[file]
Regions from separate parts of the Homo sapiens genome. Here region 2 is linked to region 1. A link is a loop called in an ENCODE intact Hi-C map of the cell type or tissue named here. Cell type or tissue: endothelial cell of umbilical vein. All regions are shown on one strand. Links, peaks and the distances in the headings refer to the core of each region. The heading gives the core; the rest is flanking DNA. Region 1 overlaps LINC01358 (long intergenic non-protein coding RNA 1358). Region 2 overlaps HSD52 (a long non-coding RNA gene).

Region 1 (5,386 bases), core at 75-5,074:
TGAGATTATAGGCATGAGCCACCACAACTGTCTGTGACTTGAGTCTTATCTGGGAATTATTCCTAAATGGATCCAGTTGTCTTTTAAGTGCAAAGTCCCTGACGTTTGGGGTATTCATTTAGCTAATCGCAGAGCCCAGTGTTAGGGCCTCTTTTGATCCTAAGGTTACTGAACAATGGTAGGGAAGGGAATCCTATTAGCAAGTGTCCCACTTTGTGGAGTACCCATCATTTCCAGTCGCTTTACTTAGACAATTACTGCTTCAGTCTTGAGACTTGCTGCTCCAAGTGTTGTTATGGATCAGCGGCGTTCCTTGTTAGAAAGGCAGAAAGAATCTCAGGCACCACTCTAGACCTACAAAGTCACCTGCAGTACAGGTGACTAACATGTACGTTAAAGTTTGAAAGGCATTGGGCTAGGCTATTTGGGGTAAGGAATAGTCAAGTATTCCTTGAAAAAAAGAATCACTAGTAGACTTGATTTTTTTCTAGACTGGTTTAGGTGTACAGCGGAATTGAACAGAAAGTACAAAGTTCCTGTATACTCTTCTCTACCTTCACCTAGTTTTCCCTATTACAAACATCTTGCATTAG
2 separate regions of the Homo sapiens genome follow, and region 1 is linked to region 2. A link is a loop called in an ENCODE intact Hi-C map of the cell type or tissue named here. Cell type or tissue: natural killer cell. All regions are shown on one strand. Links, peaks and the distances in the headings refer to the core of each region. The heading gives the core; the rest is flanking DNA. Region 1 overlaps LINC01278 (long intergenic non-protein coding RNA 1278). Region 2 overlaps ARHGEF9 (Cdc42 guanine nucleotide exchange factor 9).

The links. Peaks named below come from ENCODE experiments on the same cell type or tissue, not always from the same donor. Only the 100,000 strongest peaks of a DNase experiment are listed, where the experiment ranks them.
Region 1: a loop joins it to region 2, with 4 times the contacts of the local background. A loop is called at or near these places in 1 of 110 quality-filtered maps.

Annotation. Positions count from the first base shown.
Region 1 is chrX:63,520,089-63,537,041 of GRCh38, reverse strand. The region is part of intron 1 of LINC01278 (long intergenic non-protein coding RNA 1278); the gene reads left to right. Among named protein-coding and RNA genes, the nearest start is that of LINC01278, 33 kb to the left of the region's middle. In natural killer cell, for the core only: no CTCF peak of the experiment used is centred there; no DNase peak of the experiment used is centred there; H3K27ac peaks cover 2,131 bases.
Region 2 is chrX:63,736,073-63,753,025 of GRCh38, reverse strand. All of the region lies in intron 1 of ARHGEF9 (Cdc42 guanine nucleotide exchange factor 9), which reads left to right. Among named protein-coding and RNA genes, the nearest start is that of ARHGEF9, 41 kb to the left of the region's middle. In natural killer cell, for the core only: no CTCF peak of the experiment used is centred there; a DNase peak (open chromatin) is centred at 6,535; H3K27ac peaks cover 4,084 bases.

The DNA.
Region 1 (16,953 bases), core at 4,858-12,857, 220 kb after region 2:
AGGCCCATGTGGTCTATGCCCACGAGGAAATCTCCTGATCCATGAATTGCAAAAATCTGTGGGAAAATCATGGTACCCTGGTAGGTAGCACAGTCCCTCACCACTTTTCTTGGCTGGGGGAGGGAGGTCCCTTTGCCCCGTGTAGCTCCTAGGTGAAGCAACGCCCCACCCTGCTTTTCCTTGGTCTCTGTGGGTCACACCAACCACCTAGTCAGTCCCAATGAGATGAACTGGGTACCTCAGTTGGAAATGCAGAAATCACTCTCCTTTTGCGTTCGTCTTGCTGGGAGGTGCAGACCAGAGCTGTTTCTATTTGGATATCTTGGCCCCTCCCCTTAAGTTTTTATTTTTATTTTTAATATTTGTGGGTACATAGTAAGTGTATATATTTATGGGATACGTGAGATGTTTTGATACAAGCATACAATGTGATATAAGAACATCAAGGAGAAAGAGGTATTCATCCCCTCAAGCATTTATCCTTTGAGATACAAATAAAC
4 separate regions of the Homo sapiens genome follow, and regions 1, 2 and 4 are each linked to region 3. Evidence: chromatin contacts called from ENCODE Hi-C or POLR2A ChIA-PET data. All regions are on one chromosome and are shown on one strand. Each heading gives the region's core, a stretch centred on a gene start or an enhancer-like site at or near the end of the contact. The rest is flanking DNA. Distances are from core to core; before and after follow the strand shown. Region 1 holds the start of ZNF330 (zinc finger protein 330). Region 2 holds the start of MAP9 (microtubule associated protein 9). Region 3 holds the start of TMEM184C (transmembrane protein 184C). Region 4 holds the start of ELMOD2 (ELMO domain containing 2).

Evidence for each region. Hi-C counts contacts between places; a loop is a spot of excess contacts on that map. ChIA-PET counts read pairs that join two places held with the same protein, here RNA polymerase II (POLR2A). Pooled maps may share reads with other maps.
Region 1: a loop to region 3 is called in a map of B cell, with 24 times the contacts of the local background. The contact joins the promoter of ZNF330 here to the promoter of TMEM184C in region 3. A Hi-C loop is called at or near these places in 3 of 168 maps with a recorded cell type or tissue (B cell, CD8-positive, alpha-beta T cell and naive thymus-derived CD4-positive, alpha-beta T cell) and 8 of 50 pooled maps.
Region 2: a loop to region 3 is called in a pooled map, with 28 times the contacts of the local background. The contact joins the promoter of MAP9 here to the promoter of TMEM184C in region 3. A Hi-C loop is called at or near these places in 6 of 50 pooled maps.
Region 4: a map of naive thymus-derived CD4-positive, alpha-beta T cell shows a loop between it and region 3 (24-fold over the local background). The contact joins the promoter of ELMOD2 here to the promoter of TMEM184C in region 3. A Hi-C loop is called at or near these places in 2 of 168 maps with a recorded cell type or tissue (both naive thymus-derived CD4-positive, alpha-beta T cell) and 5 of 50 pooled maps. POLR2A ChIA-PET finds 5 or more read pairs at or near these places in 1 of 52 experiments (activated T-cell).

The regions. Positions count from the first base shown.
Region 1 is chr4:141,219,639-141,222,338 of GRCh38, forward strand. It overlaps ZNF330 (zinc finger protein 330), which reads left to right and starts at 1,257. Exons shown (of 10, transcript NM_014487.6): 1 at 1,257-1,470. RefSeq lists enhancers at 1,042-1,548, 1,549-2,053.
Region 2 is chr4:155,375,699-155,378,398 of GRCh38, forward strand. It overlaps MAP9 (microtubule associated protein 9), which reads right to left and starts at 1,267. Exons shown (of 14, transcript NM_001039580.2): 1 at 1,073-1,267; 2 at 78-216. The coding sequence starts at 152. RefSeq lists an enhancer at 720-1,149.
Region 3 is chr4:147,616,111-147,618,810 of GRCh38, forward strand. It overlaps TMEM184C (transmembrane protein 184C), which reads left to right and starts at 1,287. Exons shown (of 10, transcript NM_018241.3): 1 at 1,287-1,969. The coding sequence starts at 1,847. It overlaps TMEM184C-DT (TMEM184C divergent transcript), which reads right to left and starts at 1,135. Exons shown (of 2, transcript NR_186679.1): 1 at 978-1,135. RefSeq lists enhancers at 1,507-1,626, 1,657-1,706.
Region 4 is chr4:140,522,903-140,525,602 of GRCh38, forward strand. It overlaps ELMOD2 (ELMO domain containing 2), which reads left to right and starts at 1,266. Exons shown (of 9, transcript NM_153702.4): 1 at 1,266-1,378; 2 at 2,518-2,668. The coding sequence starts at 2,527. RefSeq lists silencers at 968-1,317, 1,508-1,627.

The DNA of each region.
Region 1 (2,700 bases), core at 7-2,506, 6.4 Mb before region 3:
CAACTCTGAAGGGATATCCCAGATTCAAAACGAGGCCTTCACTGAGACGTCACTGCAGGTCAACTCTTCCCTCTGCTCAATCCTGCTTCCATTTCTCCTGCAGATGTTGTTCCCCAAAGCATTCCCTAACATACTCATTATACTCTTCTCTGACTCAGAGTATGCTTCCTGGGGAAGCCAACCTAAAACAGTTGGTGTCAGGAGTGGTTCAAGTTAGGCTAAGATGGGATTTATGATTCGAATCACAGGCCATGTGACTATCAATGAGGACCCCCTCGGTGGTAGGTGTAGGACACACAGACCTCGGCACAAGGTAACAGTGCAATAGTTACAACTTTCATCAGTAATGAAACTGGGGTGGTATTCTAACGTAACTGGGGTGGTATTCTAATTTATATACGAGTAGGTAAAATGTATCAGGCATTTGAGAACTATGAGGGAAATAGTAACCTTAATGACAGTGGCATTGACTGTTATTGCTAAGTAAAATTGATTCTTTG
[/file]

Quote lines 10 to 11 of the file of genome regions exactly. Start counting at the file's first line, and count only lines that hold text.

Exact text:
The DNA.
Region 1 (16,953 bases), core at 4,858-12,857, 220 kb after region 2: